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Blog: What You Need To Know About Disability And Health Insurance Before You Retire

When life doesn’t go according to plan and something unexpected happens, like a sudden health event or an injury or illness that prevents you from working, insurance can be there to help protect you.

Among the types of insurances that are out there to protect you, your loved ones, and your ideal retirement, are disability insurance and health insurance. In this blog, we’re breaking down these two insurance types to  help you understand their functions and how much coverage you might need.

Protecting Your Income With Disability Insurance

Most people have trouble living on their full salary — even when they’re healthy and have the ability to work to their fullest extent.

But what would happen to you and your family if you were to become sick or injured and could no longer work in the way you were able to before?

That’s where disability insurance comes in. Disability insurance can help you get some amount of income to help you and your family when you’re no longer able to work like you could before.

However, many people tend to not put much thought into their disability insurance, especially if they’re receiving coverage through their work. While it’s important to have disability coverage to protect your income, it’s equally as important to have a good understanding of the coverage you’re receiving. Remember, just because you sign your benefit statement and check the disability box doesn’t mean you’ll be covered the way that you might expect.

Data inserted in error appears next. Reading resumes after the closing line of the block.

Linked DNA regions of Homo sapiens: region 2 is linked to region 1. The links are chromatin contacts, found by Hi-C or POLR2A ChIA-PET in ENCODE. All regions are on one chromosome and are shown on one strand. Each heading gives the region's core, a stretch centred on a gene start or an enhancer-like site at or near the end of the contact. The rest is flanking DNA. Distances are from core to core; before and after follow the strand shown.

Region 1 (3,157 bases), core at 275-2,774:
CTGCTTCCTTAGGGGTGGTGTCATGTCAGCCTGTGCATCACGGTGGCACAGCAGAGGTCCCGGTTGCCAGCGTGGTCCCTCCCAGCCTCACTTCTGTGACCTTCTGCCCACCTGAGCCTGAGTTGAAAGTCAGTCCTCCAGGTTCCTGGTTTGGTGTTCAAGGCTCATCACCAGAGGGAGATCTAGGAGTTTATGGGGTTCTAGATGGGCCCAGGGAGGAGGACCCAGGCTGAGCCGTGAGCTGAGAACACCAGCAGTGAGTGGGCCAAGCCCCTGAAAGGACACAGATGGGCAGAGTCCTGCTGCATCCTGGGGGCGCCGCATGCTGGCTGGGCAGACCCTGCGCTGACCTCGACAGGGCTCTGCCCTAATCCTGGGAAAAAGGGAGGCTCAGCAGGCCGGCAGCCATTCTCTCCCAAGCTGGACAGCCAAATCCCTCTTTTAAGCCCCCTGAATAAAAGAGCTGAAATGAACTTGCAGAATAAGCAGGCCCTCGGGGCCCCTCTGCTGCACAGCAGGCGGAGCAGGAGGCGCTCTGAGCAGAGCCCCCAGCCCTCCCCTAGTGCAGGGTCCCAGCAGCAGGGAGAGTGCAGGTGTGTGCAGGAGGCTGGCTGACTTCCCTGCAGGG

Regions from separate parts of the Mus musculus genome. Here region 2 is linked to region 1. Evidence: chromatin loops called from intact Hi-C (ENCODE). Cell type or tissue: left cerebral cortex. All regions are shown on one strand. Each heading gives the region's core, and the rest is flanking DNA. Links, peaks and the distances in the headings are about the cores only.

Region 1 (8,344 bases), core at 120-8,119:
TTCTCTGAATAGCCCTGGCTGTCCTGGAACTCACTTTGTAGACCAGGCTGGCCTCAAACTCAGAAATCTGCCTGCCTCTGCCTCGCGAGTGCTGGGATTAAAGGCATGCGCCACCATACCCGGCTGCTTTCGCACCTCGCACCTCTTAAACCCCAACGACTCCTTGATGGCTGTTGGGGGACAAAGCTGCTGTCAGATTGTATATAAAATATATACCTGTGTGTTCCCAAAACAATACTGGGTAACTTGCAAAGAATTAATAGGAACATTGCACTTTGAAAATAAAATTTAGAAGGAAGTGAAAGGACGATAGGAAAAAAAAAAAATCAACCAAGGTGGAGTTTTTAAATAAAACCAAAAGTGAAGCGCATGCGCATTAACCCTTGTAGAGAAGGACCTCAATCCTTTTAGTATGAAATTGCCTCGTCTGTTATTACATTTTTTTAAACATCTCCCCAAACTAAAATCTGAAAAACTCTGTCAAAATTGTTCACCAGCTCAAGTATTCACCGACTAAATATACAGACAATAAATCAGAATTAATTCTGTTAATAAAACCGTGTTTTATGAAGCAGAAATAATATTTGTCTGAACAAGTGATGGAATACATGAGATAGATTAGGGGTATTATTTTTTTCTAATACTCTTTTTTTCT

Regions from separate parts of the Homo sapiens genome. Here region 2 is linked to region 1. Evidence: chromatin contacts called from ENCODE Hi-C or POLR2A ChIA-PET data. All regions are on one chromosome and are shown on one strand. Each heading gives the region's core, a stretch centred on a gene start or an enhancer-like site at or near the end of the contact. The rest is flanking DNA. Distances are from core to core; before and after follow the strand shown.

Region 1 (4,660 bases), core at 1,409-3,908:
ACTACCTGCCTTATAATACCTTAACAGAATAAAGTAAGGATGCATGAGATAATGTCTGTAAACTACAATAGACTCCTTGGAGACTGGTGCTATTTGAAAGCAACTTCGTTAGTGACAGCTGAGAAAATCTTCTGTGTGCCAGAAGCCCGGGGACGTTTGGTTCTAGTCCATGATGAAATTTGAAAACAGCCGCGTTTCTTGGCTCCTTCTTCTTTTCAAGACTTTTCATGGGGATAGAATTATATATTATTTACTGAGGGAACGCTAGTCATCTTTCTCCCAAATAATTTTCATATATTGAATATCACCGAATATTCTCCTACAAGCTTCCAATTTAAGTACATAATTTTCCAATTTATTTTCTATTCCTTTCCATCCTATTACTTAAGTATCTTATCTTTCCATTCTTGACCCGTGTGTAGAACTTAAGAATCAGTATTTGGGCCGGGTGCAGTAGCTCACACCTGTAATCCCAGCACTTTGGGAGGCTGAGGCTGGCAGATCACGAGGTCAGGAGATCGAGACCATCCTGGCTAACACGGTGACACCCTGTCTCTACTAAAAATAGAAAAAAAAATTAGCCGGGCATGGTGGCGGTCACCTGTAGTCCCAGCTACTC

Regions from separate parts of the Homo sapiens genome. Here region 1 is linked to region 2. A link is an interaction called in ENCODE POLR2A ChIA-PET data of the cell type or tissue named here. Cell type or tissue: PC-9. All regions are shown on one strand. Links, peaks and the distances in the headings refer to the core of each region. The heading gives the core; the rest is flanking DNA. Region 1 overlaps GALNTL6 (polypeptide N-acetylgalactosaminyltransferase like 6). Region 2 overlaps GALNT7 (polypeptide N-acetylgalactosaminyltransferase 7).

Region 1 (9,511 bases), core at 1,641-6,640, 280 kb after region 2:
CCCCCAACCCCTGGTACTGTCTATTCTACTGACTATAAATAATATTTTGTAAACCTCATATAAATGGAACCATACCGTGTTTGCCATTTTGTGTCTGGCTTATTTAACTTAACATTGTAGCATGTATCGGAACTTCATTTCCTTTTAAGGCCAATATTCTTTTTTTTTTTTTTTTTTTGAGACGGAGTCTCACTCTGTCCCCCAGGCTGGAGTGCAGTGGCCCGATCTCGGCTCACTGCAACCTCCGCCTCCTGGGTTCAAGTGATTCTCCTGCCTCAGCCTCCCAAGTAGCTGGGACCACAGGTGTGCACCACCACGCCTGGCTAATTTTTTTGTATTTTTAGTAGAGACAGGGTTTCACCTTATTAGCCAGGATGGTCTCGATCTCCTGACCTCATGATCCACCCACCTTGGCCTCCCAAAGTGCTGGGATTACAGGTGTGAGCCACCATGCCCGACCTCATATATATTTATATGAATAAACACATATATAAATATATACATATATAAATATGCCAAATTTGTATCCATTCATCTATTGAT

To get a better understanding of what your work policy offers you, look at your plan to find out:

  • Do I have long-term or short-term disability insurance?

  • How much of my salary does it cover and will it be enough? 

  • Is the insurance covering any job or is it covering my specific job?

Even when clients have disability insurance through their work, we often recommend that they also look into getting their own coverage. For instance, if someone’s work policy is only covering half of their salary, it could be difficult to make life happen with just half of what they normally receive. But if they also have their own policy, they could leverage it to supplement the 50% coverage from the work policy.


Two Reason Why You Might Want Your Own Disability Insurance:

In addition to supplementing their work coverage, there are two other main reasons why people choose to get their own disability insurance: 

  1. Taxes

If you’re getting disability insurance through your work, you’re usually not paying for it. That means that when you receive that money, you’ve never paid taxes on it — and you’ll have to. So not only will you be sick or hurt and receiving half of what you were earning before, but you’ll also have to pay taxes on that half amount that’s coming to you.

Therefore, it can be beneficial to get your own coverage as a way to make sure you get additional dollars in your pocket. With your own coverage, you’re using money that you’ve already paid taxes on, so when it comes back to you, it’s tax-free.


  1. Own Occupation Vs. Regular Occupation

Another big difference with work-provided disability insurance is that it often comes with coverage for something called regular occupation rather than own occupation coverage. 

With own occupation coverage, if you can no longer do the job you were doing at the time you were injured or got sick, then you’re covered. For example, if you're a nuclear scientist and you get sick or injured in a way where you can no longer be a nuclear scientist anymore, then you have disability coverage. This is because this type of coverage sees that if you can’t do a specific job, you need help with your bills regardless of any other type of work you may do afterwards.

On the other hand, regular occupation believes that if you can do any job, then you don’t need as much help with your bills. If you can no longer be a nuclear scientist, but can become a teacher, they will take the extra income you’re receiving into account and adjust your benefits accordingly — even though you’re likely not making as much as you were as a nuclear scientist.